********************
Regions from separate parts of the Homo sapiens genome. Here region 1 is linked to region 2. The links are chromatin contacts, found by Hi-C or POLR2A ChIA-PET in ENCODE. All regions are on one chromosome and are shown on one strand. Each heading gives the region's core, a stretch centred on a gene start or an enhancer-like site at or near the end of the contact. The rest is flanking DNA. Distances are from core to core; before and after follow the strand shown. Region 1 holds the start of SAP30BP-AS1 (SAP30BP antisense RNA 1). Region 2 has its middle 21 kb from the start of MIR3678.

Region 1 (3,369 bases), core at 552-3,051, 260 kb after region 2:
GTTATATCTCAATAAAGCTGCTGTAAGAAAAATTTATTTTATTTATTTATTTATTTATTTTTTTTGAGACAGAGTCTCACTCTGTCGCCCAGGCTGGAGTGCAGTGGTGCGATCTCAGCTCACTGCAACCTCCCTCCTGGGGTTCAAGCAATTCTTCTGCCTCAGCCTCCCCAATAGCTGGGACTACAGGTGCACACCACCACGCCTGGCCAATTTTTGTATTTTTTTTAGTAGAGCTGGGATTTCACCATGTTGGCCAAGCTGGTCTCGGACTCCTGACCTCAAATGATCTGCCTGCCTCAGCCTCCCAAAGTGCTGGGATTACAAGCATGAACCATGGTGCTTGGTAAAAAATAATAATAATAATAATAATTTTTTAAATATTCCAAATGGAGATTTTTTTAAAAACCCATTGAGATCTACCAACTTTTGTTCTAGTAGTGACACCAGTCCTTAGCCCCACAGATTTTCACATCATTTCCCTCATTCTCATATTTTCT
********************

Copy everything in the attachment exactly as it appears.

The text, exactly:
Regions from separate parts of the Homo sapiens genome. Here region 1 is linked to region 2. The links are chromatin contacts, found by Hi-C or POLR2A ChIA-PET in ENCODE. All regions are on one chromosome and are shown on one strand. Each heading gives the region's core, a stretch centred on a gene start or an enhancer-like site at or near the end of the contact. The rest is flanking DNA. Distances are from core to core; before and after follow the strand shown. Region 1 holds the start of SAP30BP-AS1 (SAP30BP antisense RNA 1). Region 2 has its middle 21 kb from the start of MIR3678.

Region 1 (3,369 bases), core at 552-3,051, 260 kb after region 2:
GTTATATCTCAATAAAGCTGCTGTAAGAAAAATTTATTTTATTTATTTATTTATTTATTTTTTTTGAGACAGAGTCTCACTCTGTCGCCCAGGCTGGAGTGCAGTGGTGCGATCTCAGCTCACTGCAACCTCCCTCCTGGGGTTCAAGCAATTCTTCTGCCTCAGCCTCCCCAATAGCTGGGACTACAGGTGCACACCACCACGCCTGGCCAATTTTTGTATTTTTTTTAGTAGAGCTGGGATTTCACCATGTTGGCCAAGCTGGTCTCGGACTCCTGACCTCAAATGATCTGCCTGCCTCAGCCTCCCAAAGTGCTGGGATTACAAGCATGAACCATGGTGCTTGGTAAAAAATAATAATAATAATAATAATTTTTTAAATATTCCAAATGGAGATTTTTTTAAAAACCCATTGAGATCTACCAACTTTTGTTCTAGTAGTGACACCAGTCCTTAGCCCCACAGATTTTCACATCATTTCCCTCATTCTCATATTTTCT